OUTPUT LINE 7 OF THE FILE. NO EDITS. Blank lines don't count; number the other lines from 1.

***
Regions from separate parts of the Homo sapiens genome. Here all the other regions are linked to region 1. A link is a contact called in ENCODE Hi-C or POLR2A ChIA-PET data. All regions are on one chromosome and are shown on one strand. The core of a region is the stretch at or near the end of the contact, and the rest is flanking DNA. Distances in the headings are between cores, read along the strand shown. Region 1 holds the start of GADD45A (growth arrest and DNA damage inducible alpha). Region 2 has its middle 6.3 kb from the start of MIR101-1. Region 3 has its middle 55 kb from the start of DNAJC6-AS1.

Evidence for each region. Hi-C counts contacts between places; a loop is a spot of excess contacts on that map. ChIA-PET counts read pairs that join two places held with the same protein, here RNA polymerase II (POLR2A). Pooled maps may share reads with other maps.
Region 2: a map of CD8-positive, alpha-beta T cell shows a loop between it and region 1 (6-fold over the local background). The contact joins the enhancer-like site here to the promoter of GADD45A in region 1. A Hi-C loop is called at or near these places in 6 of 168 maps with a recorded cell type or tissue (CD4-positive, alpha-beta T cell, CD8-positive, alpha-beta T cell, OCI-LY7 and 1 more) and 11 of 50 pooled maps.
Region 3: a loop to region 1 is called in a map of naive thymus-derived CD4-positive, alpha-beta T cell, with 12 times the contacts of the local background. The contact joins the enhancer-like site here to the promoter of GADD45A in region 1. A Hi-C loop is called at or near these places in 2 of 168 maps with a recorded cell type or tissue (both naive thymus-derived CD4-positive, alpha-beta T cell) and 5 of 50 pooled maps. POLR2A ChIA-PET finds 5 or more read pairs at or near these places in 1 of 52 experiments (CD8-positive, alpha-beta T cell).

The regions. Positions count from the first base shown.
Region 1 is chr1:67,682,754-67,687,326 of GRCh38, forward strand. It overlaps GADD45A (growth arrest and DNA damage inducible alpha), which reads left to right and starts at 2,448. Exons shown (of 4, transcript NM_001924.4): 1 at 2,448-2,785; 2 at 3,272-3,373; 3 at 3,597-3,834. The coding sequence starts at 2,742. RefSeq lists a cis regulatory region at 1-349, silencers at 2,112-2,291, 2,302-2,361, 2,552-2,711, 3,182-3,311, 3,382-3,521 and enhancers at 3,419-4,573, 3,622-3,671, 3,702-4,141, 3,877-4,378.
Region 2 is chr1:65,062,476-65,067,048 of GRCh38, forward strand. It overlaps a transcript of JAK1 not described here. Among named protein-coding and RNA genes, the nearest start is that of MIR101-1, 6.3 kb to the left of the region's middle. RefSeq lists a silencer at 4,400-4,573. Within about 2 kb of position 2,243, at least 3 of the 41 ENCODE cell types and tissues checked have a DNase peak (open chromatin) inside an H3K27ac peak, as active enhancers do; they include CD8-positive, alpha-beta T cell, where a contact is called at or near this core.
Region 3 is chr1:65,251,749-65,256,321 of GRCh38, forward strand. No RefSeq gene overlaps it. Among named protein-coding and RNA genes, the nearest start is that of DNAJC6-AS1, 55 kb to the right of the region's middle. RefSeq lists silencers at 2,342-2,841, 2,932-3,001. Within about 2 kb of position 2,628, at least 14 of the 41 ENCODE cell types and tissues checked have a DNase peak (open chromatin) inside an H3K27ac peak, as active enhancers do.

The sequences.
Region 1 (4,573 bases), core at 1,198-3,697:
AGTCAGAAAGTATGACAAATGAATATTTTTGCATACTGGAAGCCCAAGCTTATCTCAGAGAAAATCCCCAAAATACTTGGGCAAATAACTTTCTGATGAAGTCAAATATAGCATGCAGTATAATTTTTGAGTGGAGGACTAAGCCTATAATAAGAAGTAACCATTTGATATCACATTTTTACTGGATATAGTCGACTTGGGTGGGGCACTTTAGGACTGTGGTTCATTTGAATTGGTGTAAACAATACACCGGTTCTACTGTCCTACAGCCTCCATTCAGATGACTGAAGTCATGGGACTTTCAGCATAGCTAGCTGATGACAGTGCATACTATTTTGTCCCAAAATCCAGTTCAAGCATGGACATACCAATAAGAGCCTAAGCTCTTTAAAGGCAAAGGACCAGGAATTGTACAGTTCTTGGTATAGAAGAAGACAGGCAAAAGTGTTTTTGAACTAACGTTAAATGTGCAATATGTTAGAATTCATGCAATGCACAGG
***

Region 2 is chr1:65,062,476-65,067,048 of GRCh38, forward strand. It overlaps a transcript of JAK1 not described here. Among named protein-coding and RNA genes, the nearest start is that of MIR101-1, 6.3 kb to the left of the region's middle. RefSeq lists a silencer at 4,400-4,573. Within about 2 kb of position 2,243, at least 3 of the 41 ENCODE cell types and tissues checked have a DNase peak (open chromatin) inside an H3K27ac peak, as active enhancers do; they include CD8-positive, alpha-beta T cell, where a contact is called at or near this core.